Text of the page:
Economy

AfDB approves $2m electricity reforms for ECOWAS

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Written by Maritime First

The African Development Fund (AfDB) has approved a technical assistance grant of two million dollars to fund research that would contribute to electricity reforms for ECOWAS.

This is contained in a statement from the Communication and External Relations Department of the AfDB on Tuesday.

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However, the fund was approved by the bank’s Board of Directors on June 24.

According to the statement, the grant from the African Development Fund, the concessional window of the AfDB Bank Group will go to the ECOWAS Regional Electricity Regulatory Authority.

The ultimate objective is to stimulate cross-border electricity trade and improve energy access in the 15 countries in the region.

Mr. Solomon Sarpong, Project team leader at the AfDB said the project would facilitate regional electricity trade and help improve access to electricity.

“It will address major causes of fragility, such as infrastructure bottlenecks, youth unemployment, environmental challenges, gender inequalities, and regional development imbalances,” Sarpong said.

The project has five components.

The first involves selecting electricity regulatory principles and key performance indicators from the AfDB’s flagship Electricity Regulatory Index for Africa report, to be adopted by the ECOWAS Regional Electricity Regulatory Authority.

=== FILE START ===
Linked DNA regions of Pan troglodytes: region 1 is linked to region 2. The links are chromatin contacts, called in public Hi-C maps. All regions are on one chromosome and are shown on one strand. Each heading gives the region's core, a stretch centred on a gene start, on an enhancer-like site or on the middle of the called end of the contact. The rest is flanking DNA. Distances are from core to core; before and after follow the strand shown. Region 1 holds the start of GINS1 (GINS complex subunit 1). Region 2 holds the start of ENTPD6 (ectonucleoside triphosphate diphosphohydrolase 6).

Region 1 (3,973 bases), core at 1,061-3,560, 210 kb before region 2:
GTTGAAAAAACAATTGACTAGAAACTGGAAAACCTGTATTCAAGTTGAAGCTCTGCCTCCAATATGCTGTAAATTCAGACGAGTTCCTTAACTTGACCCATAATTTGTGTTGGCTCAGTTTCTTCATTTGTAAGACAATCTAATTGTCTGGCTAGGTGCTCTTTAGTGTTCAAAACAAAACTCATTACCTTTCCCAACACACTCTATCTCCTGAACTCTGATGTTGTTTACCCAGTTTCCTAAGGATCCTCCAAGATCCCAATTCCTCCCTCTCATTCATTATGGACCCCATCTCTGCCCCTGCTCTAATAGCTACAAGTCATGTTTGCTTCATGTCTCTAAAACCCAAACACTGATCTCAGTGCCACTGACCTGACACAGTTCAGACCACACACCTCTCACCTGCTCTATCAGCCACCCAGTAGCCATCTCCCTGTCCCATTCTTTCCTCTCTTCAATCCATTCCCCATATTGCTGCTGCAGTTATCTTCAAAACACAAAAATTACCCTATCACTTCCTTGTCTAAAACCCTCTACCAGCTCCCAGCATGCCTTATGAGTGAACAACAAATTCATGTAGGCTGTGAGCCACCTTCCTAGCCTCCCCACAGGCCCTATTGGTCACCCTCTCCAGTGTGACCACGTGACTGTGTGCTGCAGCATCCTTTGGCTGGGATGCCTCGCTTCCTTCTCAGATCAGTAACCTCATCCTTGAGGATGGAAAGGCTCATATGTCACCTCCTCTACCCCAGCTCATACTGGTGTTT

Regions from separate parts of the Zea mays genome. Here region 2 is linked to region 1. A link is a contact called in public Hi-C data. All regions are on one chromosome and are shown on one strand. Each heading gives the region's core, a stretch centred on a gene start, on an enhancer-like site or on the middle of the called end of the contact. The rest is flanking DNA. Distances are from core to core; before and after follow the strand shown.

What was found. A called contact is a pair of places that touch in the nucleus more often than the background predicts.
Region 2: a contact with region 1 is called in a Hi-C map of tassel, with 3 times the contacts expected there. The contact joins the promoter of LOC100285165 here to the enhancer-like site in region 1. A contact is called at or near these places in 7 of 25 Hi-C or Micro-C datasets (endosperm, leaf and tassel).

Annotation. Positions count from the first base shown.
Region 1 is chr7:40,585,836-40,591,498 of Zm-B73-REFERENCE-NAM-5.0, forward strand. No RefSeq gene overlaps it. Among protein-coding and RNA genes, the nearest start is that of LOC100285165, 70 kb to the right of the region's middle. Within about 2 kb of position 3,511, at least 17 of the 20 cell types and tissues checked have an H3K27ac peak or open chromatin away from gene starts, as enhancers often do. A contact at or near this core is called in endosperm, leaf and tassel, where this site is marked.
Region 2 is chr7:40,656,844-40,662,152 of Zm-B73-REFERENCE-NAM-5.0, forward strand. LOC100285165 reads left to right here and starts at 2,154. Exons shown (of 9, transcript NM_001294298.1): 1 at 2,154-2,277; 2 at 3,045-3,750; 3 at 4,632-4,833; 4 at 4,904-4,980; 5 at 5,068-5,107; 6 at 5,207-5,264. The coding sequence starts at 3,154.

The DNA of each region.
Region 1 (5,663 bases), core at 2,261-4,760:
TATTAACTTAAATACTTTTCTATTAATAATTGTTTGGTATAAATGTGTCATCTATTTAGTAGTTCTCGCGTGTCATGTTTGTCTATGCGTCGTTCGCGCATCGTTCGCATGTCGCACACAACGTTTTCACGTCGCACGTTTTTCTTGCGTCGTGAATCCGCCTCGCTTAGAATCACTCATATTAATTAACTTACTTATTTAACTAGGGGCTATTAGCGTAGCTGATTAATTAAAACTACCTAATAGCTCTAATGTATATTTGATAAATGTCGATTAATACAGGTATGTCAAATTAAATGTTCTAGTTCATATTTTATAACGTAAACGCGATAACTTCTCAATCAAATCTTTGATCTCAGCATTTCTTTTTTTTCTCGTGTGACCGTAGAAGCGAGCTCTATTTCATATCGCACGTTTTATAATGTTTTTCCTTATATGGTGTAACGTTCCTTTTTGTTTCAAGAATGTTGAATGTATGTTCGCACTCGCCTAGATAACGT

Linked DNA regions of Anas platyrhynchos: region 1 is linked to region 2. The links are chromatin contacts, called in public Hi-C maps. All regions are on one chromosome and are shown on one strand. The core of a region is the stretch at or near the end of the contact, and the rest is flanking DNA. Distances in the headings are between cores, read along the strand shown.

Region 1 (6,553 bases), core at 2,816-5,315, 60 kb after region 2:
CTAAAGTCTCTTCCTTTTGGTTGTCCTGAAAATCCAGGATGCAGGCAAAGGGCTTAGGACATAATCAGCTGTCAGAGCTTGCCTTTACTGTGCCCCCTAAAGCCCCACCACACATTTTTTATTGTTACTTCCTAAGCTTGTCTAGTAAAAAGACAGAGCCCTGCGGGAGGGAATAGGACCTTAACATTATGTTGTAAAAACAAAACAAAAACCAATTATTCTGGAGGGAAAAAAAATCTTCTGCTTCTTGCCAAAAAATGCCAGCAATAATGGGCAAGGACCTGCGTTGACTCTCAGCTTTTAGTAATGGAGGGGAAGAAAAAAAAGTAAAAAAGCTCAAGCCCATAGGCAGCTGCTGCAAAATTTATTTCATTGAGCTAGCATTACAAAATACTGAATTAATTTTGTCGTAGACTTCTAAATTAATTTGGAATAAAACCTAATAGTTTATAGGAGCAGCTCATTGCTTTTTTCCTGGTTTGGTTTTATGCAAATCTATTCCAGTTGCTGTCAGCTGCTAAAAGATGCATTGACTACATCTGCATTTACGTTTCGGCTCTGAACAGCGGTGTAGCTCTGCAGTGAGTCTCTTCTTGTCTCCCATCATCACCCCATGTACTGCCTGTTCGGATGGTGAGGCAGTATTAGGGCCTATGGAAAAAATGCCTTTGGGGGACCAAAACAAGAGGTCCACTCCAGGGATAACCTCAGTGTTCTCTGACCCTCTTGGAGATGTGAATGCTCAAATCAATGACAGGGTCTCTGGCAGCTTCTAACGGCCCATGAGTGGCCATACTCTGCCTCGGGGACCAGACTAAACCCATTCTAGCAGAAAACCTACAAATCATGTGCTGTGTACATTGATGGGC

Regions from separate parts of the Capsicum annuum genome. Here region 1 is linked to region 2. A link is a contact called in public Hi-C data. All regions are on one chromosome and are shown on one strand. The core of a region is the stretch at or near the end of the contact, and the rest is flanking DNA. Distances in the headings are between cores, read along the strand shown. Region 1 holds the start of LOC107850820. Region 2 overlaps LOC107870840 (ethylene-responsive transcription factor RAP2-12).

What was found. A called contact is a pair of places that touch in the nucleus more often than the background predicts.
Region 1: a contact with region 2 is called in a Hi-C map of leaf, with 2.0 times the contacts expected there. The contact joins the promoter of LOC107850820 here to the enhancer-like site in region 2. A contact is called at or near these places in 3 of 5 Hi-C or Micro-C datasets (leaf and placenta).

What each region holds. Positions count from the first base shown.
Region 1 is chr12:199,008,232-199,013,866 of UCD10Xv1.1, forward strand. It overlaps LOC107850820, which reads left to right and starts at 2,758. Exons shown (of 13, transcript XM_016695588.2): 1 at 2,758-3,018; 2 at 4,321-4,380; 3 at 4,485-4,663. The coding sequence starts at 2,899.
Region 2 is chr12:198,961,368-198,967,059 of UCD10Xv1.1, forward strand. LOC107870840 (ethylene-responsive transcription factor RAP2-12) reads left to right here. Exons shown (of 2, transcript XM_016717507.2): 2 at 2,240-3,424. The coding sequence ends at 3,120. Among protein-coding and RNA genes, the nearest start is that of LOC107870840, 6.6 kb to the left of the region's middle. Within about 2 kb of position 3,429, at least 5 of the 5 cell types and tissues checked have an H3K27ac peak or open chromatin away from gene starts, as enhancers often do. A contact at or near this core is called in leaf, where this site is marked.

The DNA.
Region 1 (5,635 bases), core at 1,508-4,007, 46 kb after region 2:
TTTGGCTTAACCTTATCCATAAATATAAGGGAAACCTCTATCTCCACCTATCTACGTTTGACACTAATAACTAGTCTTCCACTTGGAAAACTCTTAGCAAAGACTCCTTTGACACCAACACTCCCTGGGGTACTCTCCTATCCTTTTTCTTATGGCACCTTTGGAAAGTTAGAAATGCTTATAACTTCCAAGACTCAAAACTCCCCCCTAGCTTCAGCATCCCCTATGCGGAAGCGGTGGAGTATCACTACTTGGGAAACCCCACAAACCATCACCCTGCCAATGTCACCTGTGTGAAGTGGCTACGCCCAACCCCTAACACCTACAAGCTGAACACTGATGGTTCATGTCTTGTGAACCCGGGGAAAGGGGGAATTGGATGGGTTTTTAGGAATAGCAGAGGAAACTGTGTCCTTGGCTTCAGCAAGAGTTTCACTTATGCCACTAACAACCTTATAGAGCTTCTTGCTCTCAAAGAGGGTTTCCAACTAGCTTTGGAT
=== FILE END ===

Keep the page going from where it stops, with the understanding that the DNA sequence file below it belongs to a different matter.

The project would build capacity in member countries for collecting and reporting on these indicators on a common platform.

The second component would involve conducting a study in order to update a comparative analysis of electricity tariffs and their underlying drivers across the electricity value chain of ECOWAS.

The third involves developing a centralized database management system that would provide a platform for digitally collecting relevant energy information from member countries, storing, and disseminating them on a common digital platform.

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The fourth component would assess and identify project bottlenecks and risks in ECOWAS member countries.

It would also recommend a coherent approach to progressively address ground-level barriers to investment in the power sector in pre-and post-establishment phases of the regional electricity market.

The final component focuses on program management and capacity building, which would be co-financed with the Regional Electricity Regulatory Authority.

All components of the project would include gender-disaggregated data.

Established on May 28, 1975, via the Treaty of Lagos, ECOWAS is a regional organization that promotes economic integration in the constituting countries. ECOWAS consists of 15 countries.

The countries are Benin, Burkina Faso, Cabo Verde, Côte d’Ivoire, Gambia, Ghana, Guinea, Guinea-Bissau, Liberia, Mali, Niger, Nigeria, Senegal, Sierra Leone, and Togo.

ECOWAS has an estimated population of 360 million people.

 

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